That smartphone in your pocket? It’s nearly doubling the amount of time you spend working.
A 2013 survey by the Center for Creative Leadership found that the typical smartphone-carrying professional interacts with work an average of 72 hours a week.
No wonder we’re all so stressed out.
"Year after year, people complain of being more overwhelmed than they were the year before," says Scott Eblin, author of Overworked and Overwhelmed: The Mindfulness Alternative "It’s an epidemic that needs to be addressed."
It started during the financial crisis of 2008, says Eblin. "Organizations had to downsize to survive, and the employees who were left had to do more," he says. The popularity of the smartphone only worsened the issue. "It’s taken away our sense of boundaries, and hyper-connectivity has stolen our attention," says Eblin
For Eblin, an executive coach and president of the Eblin Group, the impact of stress hit home in 2009 when he was diagnosed with multiple sclerosis. As his condition worsened, his wife suggested that he try yoga. The practice not only strengthened his body, but his mind, as well.
"Managing MS is about managing stress," he says. "Pursuing mindfulness through yoga reduced my stress and literally saved my life."
The entry point to mindfulness is awareness, but Eblin says the endless amount of distractions in today’s world makes it difficult. "Our constant mental chatter puts us in a constant state of fight or flight," he says. "This leads to bad decision-making, which impacts our health and wellbeing."
The opposite of fight or flight is "rest and digest." "By mindfully using your rest and digest system you can reverse a lot of the damage that you may have done to your brain and body," says Eblin. He suggests clearing away the mental chatter by introducing one of these five routines that help center your mind:
The first routine is to incorporate deep breathing. Eblin recommends using the STOP acronym to remember the process. Stop what you’re doing. Take a breath. Observe what’s going on around you. Proceed. Once you become more aware, you can act more intentionally, he says.
Deep breathing is a rhythmic repetitive motion, and Eblin says it’s his favorite tool for removing mental chatter because you can do it whenever and wherever you wish. As you breathe, put your hand on your stomach; if your hand is moving in and out you’re doing it right.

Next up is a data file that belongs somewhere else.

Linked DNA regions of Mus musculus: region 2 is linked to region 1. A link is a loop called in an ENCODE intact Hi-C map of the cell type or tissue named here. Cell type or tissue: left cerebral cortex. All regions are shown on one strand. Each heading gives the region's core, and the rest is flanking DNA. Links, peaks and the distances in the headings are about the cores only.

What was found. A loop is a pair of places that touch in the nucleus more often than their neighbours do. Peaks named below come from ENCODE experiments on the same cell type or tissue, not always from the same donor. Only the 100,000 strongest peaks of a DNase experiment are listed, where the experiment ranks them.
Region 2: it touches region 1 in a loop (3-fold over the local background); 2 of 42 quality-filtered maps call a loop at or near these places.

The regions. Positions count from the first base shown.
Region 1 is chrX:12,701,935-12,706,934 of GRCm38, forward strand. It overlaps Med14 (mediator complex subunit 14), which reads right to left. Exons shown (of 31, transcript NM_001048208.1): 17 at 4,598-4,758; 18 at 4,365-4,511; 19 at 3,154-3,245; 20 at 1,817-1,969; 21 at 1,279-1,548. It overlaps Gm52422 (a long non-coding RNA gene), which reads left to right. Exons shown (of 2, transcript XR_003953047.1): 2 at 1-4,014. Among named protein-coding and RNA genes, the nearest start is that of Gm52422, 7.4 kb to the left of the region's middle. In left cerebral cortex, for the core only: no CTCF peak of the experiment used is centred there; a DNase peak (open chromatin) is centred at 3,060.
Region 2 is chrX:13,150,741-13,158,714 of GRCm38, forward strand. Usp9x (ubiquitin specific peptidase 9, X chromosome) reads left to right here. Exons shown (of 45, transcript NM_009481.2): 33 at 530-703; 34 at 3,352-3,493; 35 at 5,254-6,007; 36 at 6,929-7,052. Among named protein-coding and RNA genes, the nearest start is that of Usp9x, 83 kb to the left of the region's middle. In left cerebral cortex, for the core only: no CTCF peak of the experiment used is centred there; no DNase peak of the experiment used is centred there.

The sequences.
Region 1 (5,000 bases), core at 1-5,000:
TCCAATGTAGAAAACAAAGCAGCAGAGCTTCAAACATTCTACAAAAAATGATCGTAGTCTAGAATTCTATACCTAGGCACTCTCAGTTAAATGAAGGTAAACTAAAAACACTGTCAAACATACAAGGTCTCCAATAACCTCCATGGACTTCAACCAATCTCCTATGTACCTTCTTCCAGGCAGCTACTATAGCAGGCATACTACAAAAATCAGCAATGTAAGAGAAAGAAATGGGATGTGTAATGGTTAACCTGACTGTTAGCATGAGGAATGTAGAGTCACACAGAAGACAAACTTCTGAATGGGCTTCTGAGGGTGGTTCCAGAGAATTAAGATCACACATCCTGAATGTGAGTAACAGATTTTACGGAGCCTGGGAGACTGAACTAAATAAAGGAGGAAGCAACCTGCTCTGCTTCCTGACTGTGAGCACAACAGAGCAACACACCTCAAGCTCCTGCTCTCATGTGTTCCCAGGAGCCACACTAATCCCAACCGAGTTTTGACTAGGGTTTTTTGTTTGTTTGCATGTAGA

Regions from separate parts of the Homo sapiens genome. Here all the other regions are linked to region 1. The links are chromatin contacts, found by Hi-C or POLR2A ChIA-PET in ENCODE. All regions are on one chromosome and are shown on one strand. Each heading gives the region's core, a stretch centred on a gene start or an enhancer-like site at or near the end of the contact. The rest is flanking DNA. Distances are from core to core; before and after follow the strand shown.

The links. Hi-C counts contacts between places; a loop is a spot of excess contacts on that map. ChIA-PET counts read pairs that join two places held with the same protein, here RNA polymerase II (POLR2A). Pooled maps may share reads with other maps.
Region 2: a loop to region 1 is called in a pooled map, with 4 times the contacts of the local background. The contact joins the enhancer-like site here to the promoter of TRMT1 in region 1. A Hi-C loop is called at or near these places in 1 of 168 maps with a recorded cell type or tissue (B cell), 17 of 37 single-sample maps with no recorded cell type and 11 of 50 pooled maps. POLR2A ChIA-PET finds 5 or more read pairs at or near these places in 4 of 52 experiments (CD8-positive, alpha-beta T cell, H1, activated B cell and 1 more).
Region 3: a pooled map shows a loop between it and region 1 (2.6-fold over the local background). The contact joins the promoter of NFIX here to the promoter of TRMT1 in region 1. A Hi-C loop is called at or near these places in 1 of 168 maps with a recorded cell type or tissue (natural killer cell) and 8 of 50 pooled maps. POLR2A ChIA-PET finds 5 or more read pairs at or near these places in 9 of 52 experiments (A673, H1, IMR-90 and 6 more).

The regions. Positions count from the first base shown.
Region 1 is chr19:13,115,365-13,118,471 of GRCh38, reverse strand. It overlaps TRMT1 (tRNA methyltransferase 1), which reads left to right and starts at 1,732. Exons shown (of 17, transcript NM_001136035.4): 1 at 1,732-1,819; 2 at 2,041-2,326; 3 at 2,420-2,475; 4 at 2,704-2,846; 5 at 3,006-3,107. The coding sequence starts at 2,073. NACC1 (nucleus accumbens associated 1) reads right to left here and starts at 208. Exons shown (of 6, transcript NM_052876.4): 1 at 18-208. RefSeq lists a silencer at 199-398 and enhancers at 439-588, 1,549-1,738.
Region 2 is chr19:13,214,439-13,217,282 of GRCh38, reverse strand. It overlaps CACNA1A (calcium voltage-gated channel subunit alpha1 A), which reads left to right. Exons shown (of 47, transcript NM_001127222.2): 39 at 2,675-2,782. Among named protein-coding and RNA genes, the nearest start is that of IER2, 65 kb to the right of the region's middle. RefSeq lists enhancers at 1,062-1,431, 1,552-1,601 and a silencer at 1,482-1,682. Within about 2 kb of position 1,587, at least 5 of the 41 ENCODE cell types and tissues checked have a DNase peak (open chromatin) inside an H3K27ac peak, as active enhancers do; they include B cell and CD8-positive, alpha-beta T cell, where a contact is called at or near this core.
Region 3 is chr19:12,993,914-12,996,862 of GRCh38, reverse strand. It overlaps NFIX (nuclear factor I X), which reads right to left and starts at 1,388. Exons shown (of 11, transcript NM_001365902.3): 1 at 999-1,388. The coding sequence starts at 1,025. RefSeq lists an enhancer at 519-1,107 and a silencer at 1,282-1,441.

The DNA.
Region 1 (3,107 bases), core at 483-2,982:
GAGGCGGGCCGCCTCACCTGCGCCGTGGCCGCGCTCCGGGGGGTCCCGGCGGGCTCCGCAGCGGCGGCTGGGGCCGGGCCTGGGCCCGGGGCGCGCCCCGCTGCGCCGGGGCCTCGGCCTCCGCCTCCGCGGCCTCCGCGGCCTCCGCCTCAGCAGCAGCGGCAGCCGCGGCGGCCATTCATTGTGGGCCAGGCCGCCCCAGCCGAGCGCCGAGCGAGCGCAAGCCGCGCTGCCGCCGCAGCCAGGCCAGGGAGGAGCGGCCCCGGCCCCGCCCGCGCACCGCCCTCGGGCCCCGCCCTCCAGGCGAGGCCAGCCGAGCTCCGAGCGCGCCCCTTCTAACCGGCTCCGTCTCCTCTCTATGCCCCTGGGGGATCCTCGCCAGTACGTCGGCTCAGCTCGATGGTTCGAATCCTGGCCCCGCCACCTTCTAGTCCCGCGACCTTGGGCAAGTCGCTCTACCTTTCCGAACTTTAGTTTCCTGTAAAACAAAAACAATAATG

"Navy Seals are trained to do four minutes of deep breathing when they are deployed to counter balance the stress of their mission," he says. "Breathing is like doing reps in the gym for your biceps. The more reps you do, the stronger you are. Paying attention to your breathing increases the attention muscle in brain."
Another routine that clears mental clutter is a lessons learned analysis. "The U.S. Army uses a process called After Action Review to learn from the past and do better in the future," says Eblin. "The process helps clear out regret from things that have already happened."
Eblin suggests asking yourself these three questions:
- What was supposed to happen?
- What actually happened?
- What would I do differently next time?
Learning lessons from the past can help set you on a more productive future.
For people who are overwhelmed with worry about the future, Eblin suggests creating a routine of visualization. "If you’ve ever watched the Olympics on TV, you’ve seen the power of visualization in action," he says. "After taking a few deep breaths to clear their mind, athletes envision the answer to two big questions:
- What am I trying to do?
- How do I need to show up to do that?"
Eblin says asking those two questions about future events can raise your confidence level and reduce anxious thoughts about the future.
The best ideas often come while we’re in the shower or cutting grass, says Eblin. "It’s never when we’re in front of computer," he says.
When you get away from work, you clear mental clutter and initiate unconscious thought. Deferring an important decision until you’ve had a chance to let simmer not only brings better results; it lessens your sense of being overworked.
"Give yourself time for unconscious thought," says Eblin. "This may look a lot like taking a walk, riding your bike, cleaning your house or playing with your kids."
When you start feeling a general sense of overwhelm, Eblin suggests asking yourself, "Is this really even necessary?"
"Chances are you’re doing things on a regular basis that aren’t really necessary," he says. "How many hours a week does that add up to?"
Sometimes the answer is yes, but not right now. If that’s the case, Eblin suggests "pushing your calendar’s reset button."
"Ask yourself, ‘What’s the most important thing to get done today?’" he says "What could be postponed? What could be done by someone else?
It’s not about ignoring tasks, it’s about refocusing distractions to a future time."